In the North Bay region camp operators report business as heavy as in any of those years during which the Dionne Quints were the big drawing card. At Temagami, camps have been booked full for weeks and spot accommodation is hard to find. It’s the same story west to Sault Ste. Marie and down the bassfamed French River. Also the farther North, hitherto considered outside the general tourist zone, is drawing more visitors. James Bay and Moosonee are frequently enquired about, and this fall the largest number of goose hunters ever to visit James Bay will come up from the U. S.
Ontario’s Provincial Government, astute and experienced in the handling of a heavy tourist trade, watches the trend with satisfaction, sees it as the anticipated upswing resulting from victory in Europe and continuing Pacific successes.
When Manitoba’s ambitious rural electrification scheme gets cracking, the wheat belt farmer will have light for his house and juice for motors up to five horsepower. His wife will be able to use an electric range, refrigerator, iron, or any other labor-saving power-driven gadget she fancies and can afford. The monthly bill will be eight cents per kilôwatt hour for the first 50 kw.h. and two cents thereafter.
What Manitoba Power Commission proposes to do is run its poles and wires right into the farmer’s yard. The farmer will pay for wiring his building at a cost of between $150 and $200. On each of 50,000 farms slated for electrification the Commission’s share of the expense works out to an estimated $613.
The start, made this summer, is unspectacular, with only 670 farms on the list. According to Commission Chairman Herbert Cottingham, however, the demand exists and the money is already earmarked for the full program.
For its initial experiment the Commission selected seven widely separated areas, all close to existing power lines. In each district are from 45 to 300 farms, and the sign-up for service has been about 80%. This is well over the Commission’s minimum requirement.
When labor and material shortages ease, say commissioners, the scheme will swing into high gear.
Hands across the border was more than an orator’s catch phrase in Saskatchewan this summer. One hundred and fifty combines and their crews rolled south to help their neighbors in the American Middle West harvest their crops of winter wheat.
Ip the fields around Great Bend,
If Your Maclean’s Is Late •
Every effort is made to have your copy arrive on time — but wartime brings transportation difficulties which occasionally may cause your copy to be late. If so, we ask your indulgence. Kansas, a group of 13 combines from Weyburn helped get in a portion of the 200,000-bushel Kansas crop. For the long haul the combines were loaded on trucks. Each unit wras capable of covering 50 acres of wheatland per day —a total of just over a square mile between prairie sunrise and dusk.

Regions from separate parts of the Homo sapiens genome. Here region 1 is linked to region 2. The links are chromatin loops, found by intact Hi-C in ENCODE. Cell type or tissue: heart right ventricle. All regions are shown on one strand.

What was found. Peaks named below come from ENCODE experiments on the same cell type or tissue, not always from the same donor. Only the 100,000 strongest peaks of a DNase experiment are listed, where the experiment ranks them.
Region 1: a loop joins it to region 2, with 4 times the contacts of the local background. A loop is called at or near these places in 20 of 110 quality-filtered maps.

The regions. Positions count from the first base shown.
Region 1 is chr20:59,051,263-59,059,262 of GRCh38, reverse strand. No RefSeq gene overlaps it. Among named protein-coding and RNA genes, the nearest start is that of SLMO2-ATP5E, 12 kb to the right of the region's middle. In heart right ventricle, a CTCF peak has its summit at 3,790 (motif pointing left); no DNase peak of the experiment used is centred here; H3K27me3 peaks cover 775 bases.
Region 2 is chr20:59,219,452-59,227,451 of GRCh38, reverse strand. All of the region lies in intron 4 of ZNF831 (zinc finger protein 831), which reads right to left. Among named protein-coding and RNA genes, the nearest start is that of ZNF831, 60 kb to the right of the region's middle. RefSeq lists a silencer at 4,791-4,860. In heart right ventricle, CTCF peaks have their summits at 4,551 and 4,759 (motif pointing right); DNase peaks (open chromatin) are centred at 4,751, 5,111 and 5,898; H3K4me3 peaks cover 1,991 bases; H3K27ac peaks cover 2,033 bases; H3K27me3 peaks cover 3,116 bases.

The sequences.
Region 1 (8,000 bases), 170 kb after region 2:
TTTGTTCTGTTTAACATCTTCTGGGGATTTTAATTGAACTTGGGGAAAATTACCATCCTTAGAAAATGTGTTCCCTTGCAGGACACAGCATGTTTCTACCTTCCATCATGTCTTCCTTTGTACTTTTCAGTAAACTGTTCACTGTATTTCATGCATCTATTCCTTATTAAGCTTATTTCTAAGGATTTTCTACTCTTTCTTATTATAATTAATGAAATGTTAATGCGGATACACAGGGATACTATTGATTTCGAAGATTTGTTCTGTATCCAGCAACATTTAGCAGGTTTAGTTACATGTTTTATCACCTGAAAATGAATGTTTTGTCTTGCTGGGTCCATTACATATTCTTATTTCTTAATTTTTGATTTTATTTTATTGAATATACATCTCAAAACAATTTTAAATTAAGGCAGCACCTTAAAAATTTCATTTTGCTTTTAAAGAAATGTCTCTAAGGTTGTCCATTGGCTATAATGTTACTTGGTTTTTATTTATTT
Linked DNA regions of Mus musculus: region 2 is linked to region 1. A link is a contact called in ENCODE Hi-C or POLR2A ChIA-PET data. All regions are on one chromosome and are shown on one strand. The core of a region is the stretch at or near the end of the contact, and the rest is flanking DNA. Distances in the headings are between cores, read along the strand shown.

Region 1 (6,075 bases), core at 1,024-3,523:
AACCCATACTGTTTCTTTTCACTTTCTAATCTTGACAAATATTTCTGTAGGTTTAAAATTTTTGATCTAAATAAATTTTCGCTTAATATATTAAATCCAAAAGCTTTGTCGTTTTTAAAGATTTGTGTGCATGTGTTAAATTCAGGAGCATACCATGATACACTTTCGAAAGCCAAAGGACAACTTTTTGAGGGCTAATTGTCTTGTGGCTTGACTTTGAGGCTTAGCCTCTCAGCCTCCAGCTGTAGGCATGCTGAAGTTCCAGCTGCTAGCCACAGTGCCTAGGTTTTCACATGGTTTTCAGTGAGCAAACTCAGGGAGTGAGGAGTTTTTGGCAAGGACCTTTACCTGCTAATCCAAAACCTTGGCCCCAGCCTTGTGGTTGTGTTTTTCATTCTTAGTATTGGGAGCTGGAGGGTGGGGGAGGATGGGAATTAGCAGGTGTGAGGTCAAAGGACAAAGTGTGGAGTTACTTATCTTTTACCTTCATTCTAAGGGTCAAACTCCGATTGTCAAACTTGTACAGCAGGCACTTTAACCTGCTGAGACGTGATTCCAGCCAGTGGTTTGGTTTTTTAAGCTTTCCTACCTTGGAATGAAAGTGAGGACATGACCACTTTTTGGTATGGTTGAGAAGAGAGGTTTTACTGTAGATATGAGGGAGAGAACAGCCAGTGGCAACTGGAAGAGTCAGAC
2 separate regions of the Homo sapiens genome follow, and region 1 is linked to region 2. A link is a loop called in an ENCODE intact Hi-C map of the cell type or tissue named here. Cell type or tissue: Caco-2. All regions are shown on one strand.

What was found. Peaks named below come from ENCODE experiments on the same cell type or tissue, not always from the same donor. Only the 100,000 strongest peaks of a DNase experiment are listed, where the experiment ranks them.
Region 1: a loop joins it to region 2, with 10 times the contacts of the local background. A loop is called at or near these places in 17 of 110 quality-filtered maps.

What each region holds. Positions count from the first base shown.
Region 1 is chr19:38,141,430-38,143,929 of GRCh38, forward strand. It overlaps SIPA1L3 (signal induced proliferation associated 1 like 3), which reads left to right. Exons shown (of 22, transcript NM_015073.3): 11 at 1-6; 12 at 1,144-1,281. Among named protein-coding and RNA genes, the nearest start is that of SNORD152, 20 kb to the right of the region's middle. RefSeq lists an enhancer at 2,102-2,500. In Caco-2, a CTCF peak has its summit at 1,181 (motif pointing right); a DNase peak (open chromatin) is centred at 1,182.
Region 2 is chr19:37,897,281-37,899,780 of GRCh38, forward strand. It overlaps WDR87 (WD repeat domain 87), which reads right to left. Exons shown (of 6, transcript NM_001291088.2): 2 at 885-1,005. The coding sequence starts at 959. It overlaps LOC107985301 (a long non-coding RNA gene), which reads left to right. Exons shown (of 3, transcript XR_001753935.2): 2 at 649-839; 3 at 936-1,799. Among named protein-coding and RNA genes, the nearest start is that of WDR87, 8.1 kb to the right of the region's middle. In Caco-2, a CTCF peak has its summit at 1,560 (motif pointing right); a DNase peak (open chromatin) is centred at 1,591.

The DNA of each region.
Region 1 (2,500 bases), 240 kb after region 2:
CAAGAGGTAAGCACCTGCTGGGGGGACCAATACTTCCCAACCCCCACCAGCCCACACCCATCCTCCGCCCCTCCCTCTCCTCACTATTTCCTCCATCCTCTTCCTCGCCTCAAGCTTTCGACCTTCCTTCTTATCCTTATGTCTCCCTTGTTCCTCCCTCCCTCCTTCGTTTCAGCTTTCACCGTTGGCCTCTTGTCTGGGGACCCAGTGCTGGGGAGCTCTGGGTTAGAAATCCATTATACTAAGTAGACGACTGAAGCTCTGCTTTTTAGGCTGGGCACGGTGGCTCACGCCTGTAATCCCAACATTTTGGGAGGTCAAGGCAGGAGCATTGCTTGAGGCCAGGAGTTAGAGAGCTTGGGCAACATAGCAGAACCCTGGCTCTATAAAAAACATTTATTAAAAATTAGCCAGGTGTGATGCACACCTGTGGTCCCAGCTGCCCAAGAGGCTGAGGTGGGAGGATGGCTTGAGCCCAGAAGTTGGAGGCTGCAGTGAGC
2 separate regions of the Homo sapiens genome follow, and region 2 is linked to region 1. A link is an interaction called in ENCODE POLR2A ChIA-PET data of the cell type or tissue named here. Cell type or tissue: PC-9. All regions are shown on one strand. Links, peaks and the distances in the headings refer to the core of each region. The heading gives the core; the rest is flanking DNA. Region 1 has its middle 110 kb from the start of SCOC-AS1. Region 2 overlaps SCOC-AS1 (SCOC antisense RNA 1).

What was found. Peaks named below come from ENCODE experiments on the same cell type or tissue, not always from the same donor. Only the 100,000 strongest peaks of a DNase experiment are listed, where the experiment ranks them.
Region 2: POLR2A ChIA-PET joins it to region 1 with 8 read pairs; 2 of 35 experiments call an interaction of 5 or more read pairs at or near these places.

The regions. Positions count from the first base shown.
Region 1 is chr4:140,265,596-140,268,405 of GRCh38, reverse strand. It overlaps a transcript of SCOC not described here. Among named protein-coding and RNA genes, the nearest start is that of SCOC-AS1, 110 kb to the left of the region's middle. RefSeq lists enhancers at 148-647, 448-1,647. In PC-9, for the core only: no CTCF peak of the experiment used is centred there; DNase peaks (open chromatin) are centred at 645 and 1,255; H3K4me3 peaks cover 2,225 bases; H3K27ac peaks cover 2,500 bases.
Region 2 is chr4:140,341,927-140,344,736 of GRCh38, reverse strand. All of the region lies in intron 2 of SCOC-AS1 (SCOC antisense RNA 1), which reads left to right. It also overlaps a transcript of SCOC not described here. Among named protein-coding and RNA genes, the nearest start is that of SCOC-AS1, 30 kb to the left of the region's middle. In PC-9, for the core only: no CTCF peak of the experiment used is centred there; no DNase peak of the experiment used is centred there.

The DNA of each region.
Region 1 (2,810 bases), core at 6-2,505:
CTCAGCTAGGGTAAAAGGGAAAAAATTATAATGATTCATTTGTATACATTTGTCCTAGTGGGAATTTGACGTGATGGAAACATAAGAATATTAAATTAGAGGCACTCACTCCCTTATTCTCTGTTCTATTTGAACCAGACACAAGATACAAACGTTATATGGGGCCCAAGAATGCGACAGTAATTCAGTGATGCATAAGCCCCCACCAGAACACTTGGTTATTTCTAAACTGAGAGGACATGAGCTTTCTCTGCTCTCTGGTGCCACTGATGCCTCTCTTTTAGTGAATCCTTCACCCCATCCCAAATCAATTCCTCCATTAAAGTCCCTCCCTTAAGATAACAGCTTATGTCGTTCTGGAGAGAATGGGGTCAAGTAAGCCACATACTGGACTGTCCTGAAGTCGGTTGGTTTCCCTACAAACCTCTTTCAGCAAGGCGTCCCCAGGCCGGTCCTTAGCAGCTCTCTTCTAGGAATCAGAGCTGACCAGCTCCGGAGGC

In autumn, when Saskatchewan farmers are harvesting their own crop, U. S. Mid-Westers will reciprocate, bringing their own combines up to Canada. Ontario farms, which had the services of 1,200 Saskatchewaners this summer, will also send several hundred men to help Saskatchewan over its fall harvest hump.
Within the province itself 44 Landis district families are organizing what they claim will be the first co-operative farm and farm community in Canada. Next winter the group will complete its plans, which call for a pooling of land and machinery. In the spring of 1946 members will get under way on the parallel phase of their project—the* grouping of farm homes in a central location and the development of community enterprises.
* * *
Numerous Alberta owners of new homes will have to bathe on an ifand-when basis unless Eastern manufacturers of plumbing accessories can keep up with a near-record building rush. By the end of the year at least 2,000 new houses will have been built in the province, with Edmonton claiming a lion’s share of well over 1,100.
Through Edmonton, from Yellowknife in the North West Territories, comes word that the mining community shares the Canadian housing problem. Population is nearing 3,000six times the 1944 figure. Tents have sprung up like mushrooms and a hotel beverage room has been converted into a dormitory for 50 men.
The population boost is traceable to the Canada-wide renewal of mining interest coupled with current development in the Yellowknife area of deposits of two little-known metals, tantalite and columbite. Tantalite, termed the “wonder metal of the war,” is noncorrosive, and has other properties that make it vital to radar. Columbite, highly resistant to heat, is needed for exhaust tubes of jet-propelled planes. It makes good fireless cookers too.
Unhandicapped by the dirty weather which is expected to cut down eastern Canada’s apple crop, the Okanagan Valley is reasonably sure of a sixmillion box harvest, two millions short of the 1944 all-time record. Since not all of the record crop found a market, however, growers are well enough pleased at their prospects.
An increased tree-bearing acreage is expected to yield a 1945 peach crop well in excess of last year’s.
* * *
Nova Scotia’s Japanese beetle has an infamous opposite number in the blackheaded budworm that threatens the hemlock forests of Quatsino Sound on the rainy Vancouver Island west coast. But these days the budworm is a sick pest, and lumbermen are glad his ailment is nothing trivial. Not only is the budworm suffering from “wilt disease,” which liquefies his tissues, but also he is being assaulted by a parasite that fattens on his choicest parts.
The parasite is saving the Provincial Government thousands of dollars which would otherwise have been spent on DDT-spraying of forests. The hemlock looper still menaces the trees, though, and if his depredations get worse an RCAF Canso flying boat will bomb him with DDT.
The story you want is part of the Maclean’s Archives. To access it, log in here or sign up for your free 30-day trial.
Experience anything and everything Maclean's has ever published — over 3,500 issues and 150,000 articles, images and advertisements — since 1905. Browse on your own, or explore our curated collections and timely recommendations.WATCH THIS VIDEO for highlights of everything the Maclean's Archives has to offer.